We said goodbye to Sylvie on Wednesday. It was a beautiful, warm day, and we said goodbye out on the deck.
I knew this was going to hurt. I knew it like I know the sun will come up tomorrow. But still…
I know I’m supposed to talk about a rainbow bridge, a better place, and list all the ways in which Sylvie was the best dog ever. I’ll get to that.
But right now as I type this all I can see is the empty dog bed, think about how when I come home from one last trip to the vet today, she won’t be there to greet me. Our pack is down one. And my heart is broken.
Here’s what you need to know. I’ve been working from home since well before the pandemic. I spend more time with Sylvie and Lucy than I do with anyone else, including Cara. I talk to them, I sing to them, I curse at my coworkers in front of them. They stop me from going full Jack Torrance up here in the mountains. And now my silly little bundle of black poodle is gone.
She won’t be there to beg for treats or to insist on going outside for the third time in an hour. She won’t be there to do her all-terrain butt scooting. Rocks, dirt, tree bark, mud, snow — especially snow — she liked a good butt scooting.
Lucy’s curled up on my lap while I sit here getting snot all over my keyboard, my eyes swollen, my chest aching, my right hand reaching out for a dog that isn’t there, the dog I reached for when I needed to calm myself down.
When Cara and the dogs first moved to Brooklyn back in 2011, the four of us slept in a full-size bed. Lucy slept on or near Cara. Sylvie slept between us. Around the time I was being promoted to Editor of AdAge, I was dealing with a metric ton of anxiety, enough that I marched myself to the doctor and got a prescription for lexapro. And at night, as I lay there staring at the ceiling trying not to worry, I’d calm myself by running my fingers through her curls, over and over again, and try to match my breathing to hers before realizing the respiratory rate for a 16-pound poodle isn’t quite right for an adult male.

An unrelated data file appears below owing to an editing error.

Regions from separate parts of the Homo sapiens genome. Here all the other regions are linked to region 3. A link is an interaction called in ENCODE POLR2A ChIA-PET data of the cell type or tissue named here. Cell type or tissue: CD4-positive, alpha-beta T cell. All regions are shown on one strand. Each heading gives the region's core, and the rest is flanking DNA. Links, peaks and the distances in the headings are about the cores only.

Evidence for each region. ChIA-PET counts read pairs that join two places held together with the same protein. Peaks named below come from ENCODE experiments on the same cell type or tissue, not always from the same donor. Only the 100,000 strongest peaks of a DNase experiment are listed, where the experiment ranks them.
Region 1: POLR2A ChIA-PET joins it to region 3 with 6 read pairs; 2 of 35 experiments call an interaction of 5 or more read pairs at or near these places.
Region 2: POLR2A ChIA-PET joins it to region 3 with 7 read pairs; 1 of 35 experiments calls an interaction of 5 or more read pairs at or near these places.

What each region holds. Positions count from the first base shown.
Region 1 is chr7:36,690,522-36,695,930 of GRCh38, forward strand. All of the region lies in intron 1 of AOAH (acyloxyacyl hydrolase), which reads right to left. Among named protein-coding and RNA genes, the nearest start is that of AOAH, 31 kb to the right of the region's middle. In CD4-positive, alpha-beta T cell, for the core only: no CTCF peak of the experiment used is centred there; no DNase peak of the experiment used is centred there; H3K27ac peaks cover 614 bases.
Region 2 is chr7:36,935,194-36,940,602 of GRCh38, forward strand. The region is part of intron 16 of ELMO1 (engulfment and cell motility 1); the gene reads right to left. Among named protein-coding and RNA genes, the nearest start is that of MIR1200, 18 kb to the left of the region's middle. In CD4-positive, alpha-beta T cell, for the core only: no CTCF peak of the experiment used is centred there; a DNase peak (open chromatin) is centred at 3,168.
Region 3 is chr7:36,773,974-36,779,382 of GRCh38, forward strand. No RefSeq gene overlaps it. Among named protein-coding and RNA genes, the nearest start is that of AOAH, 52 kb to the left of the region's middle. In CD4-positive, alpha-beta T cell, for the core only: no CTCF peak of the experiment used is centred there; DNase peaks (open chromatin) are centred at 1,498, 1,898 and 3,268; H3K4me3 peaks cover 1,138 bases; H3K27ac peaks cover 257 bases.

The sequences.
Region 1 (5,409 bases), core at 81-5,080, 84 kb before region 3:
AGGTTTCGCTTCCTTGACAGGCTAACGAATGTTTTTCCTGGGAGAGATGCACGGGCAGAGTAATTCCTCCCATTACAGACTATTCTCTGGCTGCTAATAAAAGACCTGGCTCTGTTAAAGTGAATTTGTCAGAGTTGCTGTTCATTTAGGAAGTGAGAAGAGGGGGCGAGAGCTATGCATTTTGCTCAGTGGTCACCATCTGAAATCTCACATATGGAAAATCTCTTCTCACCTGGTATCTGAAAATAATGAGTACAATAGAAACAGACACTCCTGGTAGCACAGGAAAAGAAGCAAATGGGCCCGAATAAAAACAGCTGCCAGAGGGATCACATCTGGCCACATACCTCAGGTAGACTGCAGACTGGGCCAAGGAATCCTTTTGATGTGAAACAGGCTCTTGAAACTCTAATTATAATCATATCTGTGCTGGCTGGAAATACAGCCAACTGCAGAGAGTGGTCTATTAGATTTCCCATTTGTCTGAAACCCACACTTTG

I’d almost forgotten about that. So much has changed in the 10 years I knew Sylvie. She moved from Louisiana to live in Brooklyn. Then we moved from Park Slope to Bay Ridge. We also moved into a king size bed, where she was free to sleep as far away from us as possible. Then we moved to Superior, Colorado, then here to Conifer. These last few years, she slept at Cara’s feet. But sometimes she preferred to sleep on the floor. Meanwhile, Lucy switched as well, and now spends most nights curled up between my legs or tucked into my side.
So I’d almost forgotten that I used Sylvie as a stress stone. And lately, Facebook Memories has been reminding me of a host of other things that five-year-old Sylvie did before she turned, somehow, into 15-year-old Sylvie. Other things I’d almost forgotten. She liked to chase and chew on pants legs and shoes when playing in the backyard. She (and Lucy) sometimes nested in a pile of shoes when waiting for us to return. She liked to play in the bed first thing in the morning, which was always a good way to get a human ready for the work day.
Like most dogs, she loved walks. For a dog that grew up in a house in Louisiana, she sure seemed to enjoy taking to the streets of Brooklyn. Or the idea of it at any rate. Because while she would jump and spin, yip and yap the minute she saw her leash come out, she was more than a little problematic when she was on that leash.
Runners? Hated them. Bikes? Hated them even more. When we lived in Bay Ridge and I really wanted to wear her out, I’d walk her down to the promenade, wait for a biker to come along, and off we’d go. I’m not so sure how the cyclists felt about that, but they were never in any danger of her catching up to them.
In fact, right at the start of our grand adventure, Sylvie’s problematic leash behavior almost put an end to our little family.
It was the first time I took Sylvie and Lucy for a walk in Brooklyn without Cara. It was a nice summer day. I’d taken off from work so DirecTV could come by. After the appointment was over, I decided to walk the dogs to Prospect Park. I thought maybe if I’d tire them out with the half mile to the park — a long distance for tiny dogs not used to much walking — and we sat in the grass for a while as bikers and runners did their thing, they’d get acclimated. The walk there went fine, but soon enough it became clear that it hadn’t worn them out. They still wanted to murder every bicycle. So I headed out into the middle of Long Meadow — out of sight of bikes and runners. In the middle of throwing down a blanket, Sylvie started pulling at her leash and then, somehow, slipped right out of her harness and shot across field straight for … a little girl running along with her parents. Everything slowed down at that moment. I could see her biting the girl and being put down. I could see her running beyond and into traffic.